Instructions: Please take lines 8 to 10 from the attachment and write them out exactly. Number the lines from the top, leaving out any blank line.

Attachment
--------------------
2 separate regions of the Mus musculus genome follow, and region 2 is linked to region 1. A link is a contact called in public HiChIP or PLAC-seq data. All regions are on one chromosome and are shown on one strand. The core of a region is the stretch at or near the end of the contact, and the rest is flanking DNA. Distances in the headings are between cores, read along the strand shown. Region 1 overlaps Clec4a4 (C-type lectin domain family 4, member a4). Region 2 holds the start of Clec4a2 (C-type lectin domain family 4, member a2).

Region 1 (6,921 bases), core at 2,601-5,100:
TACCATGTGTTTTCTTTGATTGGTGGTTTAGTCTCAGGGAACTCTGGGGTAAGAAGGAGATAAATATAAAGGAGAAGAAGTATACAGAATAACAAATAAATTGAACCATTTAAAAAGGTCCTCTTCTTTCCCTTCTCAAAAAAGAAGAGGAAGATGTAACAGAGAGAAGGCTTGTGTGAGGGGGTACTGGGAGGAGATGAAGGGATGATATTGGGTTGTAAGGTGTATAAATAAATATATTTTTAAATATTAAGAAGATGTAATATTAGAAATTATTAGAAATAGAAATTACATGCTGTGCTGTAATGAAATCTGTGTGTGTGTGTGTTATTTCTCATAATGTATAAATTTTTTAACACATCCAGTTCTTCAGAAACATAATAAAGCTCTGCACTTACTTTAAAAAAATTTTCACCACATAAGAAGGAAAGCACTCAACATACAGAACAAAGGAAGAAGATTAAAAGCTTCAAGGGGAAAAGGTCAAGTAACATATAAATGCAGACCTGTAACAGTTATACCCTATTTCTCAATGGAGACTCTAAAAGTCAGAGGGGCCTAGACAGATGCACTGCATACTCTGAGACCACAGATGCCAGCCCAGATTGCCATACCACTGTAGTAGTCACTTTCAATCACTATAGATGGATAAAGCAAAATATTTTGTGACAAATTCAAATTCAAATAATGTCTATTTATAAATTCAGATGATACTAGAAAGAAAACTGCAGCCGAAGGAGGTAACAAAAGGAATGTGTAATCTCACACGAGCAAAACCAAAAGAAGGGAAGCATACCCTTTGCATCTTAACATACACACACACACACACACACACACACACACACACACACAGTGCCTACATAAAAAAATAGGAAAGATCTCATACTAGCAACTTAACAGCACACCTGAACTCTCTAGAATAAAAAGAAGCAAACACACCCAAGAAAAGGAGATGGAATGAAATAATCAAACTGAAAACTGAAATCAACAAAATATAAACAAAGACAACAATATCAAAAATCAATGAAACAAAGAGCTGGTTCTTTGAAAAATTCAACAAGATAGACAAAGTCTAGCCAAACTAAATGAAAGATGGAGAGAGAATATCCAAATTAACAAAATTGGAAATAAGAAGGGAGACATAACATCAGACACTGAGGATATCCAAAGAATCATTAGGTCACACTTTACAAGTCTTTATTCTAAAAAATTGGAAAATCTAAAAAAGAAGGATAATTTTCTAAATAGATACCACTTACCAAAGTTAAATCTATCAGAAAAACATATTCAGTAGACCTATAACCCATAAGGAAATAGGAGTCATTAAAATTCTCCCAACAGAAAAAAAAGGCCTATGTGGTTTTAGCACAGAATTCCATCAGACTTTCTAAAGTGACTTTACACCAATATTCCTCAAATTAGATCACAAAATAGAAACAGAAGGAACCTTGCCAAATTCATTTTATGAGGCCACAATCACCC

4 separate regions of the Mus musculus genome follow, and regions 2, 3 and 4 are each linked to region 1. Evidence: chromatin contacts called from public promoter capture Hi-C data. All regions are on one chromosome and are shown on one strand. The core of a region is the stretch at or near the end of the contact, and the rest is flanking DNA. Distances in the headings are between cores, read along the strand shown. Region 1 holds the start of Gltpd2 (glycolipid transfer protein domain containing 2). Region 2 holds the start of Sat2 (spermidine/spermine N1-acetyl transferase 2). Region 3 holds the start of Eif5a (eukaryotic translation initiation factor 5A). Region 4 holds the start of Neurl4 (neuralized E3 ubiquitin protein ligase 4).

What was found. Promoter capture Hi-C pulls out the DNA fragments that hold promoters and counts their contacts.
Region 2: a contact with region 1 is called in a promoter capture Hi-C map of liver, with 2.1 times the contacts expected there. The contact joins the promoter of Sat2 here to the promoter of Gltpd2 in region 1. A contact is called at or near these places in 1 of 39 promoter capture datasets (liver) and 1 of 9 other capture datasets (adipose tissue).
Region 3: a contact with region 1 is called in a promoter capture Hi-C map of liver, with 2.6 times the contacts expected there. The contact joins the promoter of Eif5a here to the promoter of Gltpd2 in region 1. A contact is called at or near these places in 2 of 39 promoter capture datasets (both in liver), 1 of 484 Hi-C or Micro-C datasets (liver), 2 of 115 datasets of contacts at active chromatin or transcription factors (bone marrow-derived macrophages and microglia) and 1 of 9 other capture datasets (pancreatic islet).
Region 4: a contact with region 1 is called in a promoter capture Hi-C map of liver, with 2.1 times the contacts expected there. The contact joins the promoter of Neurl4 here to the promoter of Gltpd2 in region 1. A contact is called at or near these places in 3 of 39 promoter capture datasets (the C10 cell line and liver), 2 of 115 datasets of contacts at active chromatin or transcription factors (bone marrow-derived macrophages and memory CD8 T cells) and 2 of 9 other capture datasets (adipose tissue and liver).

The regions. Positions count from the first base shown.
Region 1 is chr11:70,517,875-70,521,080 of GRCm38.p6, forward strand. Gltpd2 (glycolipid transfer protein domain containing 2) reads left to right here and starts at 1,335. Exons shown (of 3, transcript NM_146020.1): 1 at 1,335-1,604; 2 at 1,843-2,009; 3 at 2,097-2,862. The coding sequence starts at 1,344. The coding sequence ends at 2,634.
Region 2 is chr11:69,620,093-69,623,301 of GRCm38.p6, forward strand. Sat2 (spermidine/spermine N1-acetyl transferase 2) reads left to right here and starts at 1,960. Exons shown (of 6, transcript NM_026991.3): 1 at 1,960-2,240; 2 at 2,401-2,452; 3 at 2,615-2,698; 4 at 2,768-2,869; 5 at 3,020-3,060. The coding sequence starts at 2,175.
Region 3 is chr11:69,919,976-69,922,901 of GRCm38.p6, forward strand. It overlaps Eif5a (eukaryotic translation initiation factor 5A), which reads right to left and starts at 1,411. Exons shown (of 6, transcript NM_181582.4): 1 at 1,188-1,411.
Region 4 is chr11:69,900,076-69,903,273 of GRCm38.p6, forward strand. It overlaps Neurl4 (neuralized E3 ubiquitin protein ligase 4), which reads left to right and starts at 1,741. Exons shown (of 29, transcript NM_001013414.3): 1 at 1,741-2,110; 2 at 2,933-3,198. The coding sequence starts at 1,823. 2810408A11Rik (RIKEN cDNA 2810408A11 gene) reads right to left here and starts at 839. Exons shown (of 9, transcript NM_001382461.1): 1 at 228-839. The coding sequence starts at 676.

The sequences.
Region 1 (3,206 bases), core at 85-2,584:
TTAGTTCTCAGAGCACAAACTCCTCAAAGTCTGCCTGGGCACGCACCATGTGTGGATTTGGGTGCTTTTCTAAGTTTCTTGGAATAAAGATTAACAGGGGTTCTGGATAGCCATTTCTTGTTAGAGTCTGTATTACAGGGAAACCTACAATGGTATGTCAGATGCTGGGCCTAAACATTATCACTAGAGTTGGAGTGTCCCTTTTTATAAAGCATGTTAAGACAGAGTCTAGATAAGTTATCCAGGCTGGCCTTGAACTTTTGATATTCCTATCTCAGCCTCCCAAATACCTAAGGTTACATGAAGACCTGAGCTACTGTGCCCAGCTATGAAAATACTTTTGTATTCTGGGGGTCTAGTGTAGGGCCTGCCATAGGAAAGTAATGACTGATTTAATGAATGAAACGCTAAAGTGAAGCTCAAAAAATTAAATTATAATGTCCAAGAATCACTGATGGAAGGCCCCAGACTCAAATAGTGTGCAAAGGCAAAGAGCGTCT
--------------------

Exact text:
Region 4: a contact with region 1 is called in a promoter capture Hi-C map of liver, with 2.1 times the contacts expected there. The contact joins the promoter of Neurl4 here to the promoter of Gltpd2 in region 1. A contact is called at or near these places in 3 of 39 promoter capture datasets (the C10 cell line and liver), 2 of 115 datasets of contacts at active chromatin or transcription factors (bone marrow-derived macrophages and memory CD8 T cells) and 2 of 9 other capture datasets (adipose tissue and liver).

The regions. Positions count from the first base shown.
Region 1 is chr11:70,517,875-70,521,080 of GRCm38.p6, forward strand. Gltpd2 (glycolipid transfer protein domain containing 2) reads left to right here and starts at 1,335. Exons shown (of 3, transcript NM_146020.1): 1 at 1,335-1,604; 2 at 1,843-2,009; 3 at 2,097-2,862. The coding sequence starts at 1,344. The coding sequence ends at 2,634.